Corned Beef Recipe
Growing up in Chandler, AZ, I didn’t have the experience of traditional seasonal changes. Most of the trees stay green year-round. We never had to shovel snow. My winter wardrobe consisted of a jacket…. Being raised in such an incredible place, but lacking the normal season, gave every holiday much more meaning. Some of my fondest childhood memories were centered around holidays. St Patricks day was always one of my favorites. I always made sure to wear green so I didn’t get an unexpected pinch. A funny green hat was standard attire. Delicious corned beef and cabbage was always on the menu. How could it get any better? How about your own corned beef and cabbage recipe? This recipe, by far, is my favorite. Created by Molly Watson, local food expert with about.com, this recipe is sure to bring the festive St Patty’s Day into your home.
If you don’t feel like cooking, here’s a link to the Downtown Chandler St Patrick’s Day Festival. http://www.visitphoenix.com/events/event-results/event-details/index.aspx?eventSourceId=24364
Corned Beef Recipe
1 brisket (about 5 pounds)
12 ounces (about 1 1/2 cups) fine sea salt
1/2 cup sugar or brown sugar
1 ounce (about 5 teaspoons) pink salt
4 cloves garlic, divided
1 recipe Pickling Spice, divided
2 stalks celery
Prep Time: 20 minutes
Cook Time: 180 minutes
Total Time: 200 minutes
Yield: Makes 6 to 8 servings
Rinse off the brisket and pat it dry. Trim off any excess fat from the meat, if you like. Set the brisket aside.
In a medium pot, bring the salt, sugar, pink salt, 1/2 of the Pickling Spice, and 4 cups water to a boil. While it heats, mince 3 cloves of the garlic and add that to the pot, too.Once the mixture boils, reduce the heat to a simmer and stir the mixture until the salts and sugar fully dissolve. Transfer the mixture to a bowl or pot large enough to hold the brisket but small enough to fit in the fridge and add 12 cups of cold water.Let the mixture fully cool and submerge the brisket in the brine. Use a plate or other kitchenware to weigh down the brisket so it stays under the brine. Cover the vessel with plastic wrap, chill, and let the brisket cure in the brine for at least 5 days and up to 10 days. You can check on it, if you like, but there really isn’t any reason to – just let it sit and have the brine work its magic on the beef. This is the “corning” part of corned beef.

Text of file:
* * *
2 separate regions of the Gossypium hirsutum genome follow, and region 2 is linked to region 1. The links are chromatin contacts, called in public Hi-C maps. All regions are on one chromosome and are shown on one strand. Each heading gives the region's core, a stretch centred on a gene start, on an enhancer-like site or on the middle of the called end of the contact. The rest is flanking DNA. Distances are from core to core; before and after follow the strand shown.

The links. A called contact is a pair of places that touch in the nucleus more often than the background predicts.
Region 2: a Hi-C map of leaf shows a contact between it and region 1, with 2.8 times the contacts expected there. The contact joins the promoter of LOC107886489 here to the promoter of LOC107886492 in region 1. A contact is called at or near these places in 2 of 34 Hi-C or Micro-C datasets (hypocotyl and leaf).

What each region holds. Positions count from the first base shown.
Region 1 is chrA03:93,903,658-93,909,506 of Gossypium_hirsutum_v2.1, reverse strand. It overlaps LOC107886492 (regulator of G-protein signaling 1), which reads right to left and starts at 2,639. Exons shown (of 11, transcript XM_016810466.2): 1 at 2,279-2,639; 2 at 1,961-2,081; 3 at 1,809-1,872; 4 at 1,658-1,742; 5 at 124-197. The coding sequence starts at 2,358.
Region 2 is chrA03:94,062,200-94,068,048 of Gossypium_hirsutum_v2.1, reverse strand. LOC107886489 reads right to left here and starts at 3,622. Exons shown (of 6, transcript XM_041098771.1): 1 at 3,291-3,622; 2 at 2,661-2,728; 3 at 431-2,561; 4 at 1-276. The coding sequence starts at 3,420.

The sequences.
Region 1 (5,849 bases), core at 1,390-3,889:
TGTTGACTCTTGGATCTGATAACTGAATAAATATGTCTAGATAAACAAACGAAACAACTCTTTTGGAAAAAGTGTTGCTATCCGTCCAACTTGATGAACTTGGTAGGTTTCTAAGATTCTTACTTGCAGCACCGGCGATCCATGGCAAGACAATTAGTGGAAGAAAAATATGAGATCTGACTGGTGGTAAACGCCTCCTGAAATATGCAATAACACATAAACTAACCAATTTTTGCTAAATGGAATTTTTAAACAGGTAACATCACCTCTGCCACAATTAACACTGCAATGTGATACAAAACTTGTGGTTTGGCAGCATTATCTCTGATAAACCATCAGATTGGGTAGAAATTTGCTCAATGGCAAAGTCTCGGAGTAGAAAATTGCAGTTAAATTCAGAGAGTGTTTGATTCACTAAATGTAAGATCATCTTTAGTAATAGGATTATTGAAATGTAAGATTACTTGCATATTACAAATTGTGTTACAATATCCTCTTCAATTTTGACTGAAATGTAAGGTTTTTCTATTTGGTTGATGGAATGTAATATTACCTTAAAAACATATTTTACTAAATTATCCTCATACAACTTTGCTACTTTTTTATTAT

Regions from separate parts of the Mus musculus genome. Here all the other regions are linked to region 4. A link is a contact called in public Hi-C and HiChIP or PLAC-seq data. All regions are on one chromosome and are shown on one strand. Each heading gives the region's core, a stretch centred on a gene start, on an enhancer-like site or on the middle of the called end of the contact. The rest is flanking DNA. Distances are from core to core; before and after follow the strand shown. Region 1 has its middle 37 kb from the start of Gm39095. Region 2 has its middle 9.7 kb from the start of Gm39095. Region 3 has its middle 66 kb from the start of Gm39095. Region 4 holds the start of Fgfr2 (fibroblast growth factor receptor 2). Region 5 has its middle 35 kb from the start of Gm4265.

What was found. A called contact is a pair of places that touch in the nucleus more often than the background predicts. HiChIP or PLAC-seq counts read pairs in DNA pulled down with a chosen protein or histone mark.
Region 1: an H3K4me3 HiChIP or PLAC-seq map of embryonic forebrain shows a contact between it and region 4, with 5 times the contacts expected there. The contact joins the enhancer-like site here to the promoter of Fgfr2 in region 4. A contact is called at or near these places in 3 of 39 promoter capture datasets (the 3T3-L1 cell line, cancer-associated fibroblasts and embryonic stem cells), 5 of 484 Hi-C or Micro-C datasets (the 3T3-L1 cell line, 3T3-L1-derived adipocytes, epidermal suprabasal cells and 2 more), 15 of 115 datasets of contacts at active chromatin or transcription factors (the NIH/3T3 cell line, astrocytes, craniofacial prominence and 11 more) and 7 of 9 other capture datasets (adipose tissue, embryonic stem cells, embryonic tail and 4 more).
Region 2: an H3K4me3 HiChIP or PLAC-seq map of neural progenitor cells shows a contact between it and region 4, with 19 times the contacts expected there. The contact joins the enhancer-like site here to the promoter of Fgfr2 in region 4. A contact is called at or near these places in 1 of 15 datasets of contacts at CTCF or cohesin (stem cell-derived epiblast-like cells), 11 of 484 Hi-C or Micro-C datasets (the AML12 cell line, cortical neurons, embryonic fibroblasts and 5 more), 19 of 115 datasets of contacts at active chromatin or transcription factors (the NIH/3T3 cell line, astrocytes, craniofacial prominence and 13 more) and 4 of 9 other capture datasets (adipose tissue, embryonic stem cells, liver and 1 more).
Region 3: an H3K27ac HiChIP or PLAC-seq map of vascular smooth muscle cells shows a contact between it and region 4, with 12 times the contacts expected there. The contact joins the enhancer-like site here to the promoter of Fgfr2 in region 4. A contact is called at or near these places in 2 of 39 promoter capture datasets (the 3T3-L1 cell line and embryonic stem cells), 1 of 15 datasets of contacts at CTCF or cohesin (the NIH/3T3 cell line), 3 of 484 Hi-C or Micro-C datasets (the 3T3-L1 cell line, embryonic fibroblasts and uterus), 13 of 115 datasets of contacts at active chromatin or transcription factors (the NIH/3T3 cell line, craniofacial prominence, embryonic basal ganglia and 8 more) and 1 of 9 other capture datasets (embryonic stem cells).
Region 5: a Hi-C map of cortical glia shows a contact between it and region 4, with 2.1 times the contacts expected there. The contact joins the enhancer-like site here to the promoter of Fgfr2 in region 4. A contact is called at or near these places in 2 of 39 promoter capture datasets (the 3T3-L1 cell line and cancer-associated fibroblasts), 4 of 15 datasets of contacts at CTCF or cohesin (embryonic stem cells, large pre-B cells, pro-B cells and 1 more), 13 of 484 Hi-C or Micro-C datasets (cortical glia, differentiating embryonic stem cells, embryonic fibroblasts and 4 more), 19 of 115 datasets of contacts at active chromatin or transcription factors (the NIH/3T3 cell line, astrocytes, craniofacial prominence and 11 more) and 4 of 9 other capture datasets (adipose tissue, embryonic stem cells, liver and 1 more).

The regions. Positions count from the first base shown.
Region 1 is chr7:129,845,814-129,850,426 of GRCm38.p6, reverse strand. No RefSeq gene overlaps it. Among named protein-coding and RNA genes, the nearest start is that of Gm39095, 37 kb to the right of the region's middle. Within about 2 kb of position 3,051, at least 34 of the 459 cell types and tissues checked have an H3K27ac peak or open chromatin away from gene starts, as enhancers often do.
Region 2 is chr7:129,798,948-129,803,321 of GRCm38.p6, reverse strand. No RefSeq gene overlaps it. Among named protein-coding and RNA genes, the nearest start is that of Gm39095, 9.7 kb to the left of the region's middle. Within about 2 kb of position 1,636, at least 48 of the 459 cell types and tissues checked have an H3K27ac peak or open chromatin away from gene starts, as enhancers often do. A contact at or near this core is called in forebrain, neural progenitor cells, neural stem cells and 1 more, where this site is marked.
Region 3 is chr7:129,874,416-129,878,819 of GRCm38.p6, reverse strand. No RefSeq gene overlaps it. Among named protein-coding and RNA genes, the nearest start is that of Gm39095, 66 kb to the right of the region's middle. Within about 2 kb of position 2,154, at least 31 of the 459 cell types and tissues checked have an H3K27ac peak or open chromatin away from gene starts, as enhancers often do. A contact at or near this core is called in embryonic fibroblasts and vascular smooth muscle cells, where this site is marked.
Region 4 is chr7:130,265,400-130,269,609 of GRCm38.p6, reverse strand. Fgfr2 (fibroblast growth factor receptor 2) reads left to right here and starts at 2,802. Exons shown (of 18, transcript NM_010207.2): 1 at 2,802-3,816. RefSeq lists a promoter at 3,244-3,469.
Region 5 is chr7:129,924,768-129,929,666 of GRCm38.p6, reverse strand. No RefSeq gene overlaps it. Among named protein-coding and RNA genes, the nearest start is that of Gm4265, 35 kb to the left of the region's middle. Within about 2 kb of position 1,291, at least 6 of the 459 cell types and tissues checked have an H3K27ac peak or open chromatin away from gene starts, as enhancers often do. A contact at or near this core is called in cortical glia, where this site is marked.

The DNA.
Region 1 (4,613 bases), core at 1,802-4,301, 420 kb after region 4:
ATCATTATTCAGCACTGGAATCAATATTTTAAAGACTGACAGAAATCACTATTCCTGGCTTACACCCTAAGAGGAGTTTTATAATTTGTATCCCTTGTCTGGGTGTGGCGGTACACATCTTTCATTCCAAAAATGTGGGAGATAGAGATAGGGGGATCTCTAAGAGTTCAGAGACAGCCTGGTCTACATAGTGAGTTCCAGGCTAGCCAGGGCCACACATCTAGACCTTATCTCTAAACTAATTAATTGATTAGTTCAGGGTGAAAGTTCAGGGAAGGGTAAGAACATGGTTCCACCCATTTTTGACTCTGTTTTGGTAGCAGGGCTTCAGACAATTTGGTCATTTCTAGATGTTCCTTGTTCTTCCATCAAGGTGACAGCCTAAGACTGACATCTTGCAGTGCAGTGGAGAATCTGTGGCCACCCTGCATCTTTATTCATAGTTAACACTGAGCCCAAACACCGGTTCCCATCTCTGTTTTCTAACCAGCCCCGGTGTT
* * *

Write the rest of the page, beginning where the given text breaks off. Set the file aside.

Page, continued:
When you’re ready to cook it, lift the brisket out the brine (you can discard the brine) and rinse it thoroughly with cool running water. Put the brisket in a pot and cover it with water. Add the remaining 1/2 Pickling Spice and bring to a boil.
While the water comes to a boil, clean and trim the carrots and celery stalks and add them to the pot. Peel and quarter the onion and add it. Mince the remaining clove of garlic and add that. After it boils, partially cover and reduce heat to maintain a steady simmer. Cook the brisket, more or less undisturbed, until it is fully tender – you’re gong to want to eat it with a fork, so when you pierce the brisket with a fork you should be able to do so very easily – between 3 and 4 hours.
When the brisket is done, transfer it to a cutting board. (The liquid you cooked it in will now be a delicious, although mighty salty broth. I find it too salty and intense to use as a base for soup but just about perfect for boiling potatoes in.) You can cover it to keep it warm while you finish other elements of the meal. When ready to eat, slice the corned beef against the grain (the short way across the brisket) and serve hot or warm. For sandwiches or to slice the corned beef thinly, let it come to room temperature and then chill.
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